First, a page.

South East Rivers Trust: Fish Passage Improvements on the Hogsmill River
Weirs make fish passage impossible, this leads to isolated populations that cannot migrate upstream to spawn; and the fish are vulnerable to pollution. Work carried out to four obstructions on the Hogsmill River, South West London have been part of the final stages addressing an ongoing programme of fish passage easements at 18 weirs on the Hogsmill River.
This project was completed at the end of March 2018. Weirs have either been removed or modified by cutting in notches (pictured below) to enable fish passage. These works have contributed to the goal of achieving fish passage from the Hogsmill chalk stream headwaters to its confluence with the River Thames. SERT are working towards modification of three more barriers this year to fully achieve the goal. Natural geomorphological processes have been restored to this previously impounded section of river. All the works have been monitored for fish passage to confirm the success of the project .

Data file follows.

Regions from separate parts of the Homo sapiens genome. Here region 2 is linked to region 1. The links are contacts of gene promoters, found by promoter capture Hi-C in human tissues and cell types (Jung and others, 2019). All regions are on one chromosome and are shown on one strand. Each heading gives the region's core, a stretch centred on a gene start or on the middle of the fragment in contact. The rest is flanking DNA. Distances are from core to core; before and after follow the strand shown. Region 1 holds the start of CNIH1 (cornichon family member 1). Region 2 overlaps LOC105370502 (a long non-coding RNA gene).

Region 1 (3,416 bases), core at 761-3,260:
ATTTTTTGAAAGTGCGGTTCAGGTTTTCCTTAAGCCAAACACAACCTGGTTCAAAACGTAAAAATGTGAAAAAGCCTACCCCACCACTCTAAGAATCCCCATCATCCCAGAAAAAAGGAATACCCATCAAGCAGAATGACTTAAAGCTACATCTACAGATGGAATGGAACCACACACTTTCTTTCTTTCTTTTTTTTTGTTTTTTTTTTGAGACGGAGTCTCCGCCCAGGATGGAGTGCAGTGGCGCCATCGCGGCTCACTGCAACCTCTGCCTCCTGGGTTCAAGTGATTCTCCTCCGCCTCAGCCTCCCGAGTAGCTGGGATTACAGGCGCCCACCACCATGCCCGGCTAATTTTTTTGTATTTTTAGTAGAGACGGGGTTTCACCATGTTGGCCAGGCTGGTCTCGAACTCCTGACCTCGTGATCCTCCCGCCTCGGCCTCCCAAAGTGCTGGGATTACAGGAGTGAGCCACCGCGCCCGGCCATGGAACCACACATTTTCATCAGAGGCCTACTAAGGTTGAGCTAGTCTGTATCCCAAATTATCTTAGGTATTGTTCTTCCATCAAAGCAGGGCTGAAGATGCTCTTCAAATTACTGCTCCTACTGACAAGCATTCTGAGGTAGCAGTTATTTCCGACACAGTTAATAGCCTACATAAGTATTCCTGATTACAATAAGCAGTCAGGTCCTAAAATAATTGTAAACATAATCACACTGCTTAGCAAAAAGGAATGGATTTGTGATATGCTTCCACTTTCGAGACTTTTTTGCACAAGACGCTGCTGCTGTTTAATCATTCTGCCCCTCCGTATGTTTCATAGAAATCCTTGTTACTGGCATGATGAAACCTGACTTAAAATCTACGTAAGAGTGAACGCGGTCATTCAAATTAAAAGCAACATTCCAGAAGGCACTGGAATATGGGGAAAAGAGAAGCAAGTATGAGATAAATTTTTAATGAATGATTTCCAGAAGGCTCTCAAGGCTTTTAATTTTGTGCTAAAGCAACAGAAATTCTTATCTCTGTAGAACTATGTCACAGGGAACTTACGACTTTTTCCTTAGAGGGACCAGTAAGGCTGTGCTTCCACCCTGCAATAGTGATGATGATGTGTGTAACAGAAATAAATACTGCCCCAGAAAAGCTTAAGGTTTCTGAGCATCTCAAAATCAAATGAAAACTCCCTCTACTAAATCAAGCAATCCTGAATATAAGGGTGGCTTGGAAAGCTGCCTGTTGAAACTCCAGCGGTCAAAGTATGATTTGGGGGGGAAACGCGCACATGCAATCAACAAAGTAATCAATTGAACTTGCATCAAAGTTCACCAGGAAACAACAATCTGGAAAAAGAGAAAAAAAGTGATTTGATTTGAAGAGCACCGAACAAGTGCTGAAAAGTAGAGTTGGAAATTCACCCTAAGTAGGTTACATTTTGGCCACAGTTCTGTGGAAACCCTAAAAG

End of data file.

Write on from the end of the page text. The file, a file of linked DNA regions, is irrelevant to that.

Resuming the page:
Landowners and tenants who have land next to the river now have a greater understand of the river and the impacts that sceptic tanks can have.
The accomplishment of making a whole river accessible for fish and other species will be a significant achievement. Further progress has been made to achieving WFD targets by addressing causes of failure to fish, enhancing fish populations and delivering mitigation measures.
Many fish species will benefit because of this project, including European eels. Eel bristle (pictured below) has been installed to allow elvers to migrate upstream.
The images immediately below show River Club Weir before, immediately after and 6 months after full weir removal. The riverbanks have been reprofiled and marginal plants are establishing, this will further enhance the river for a wide variety of species.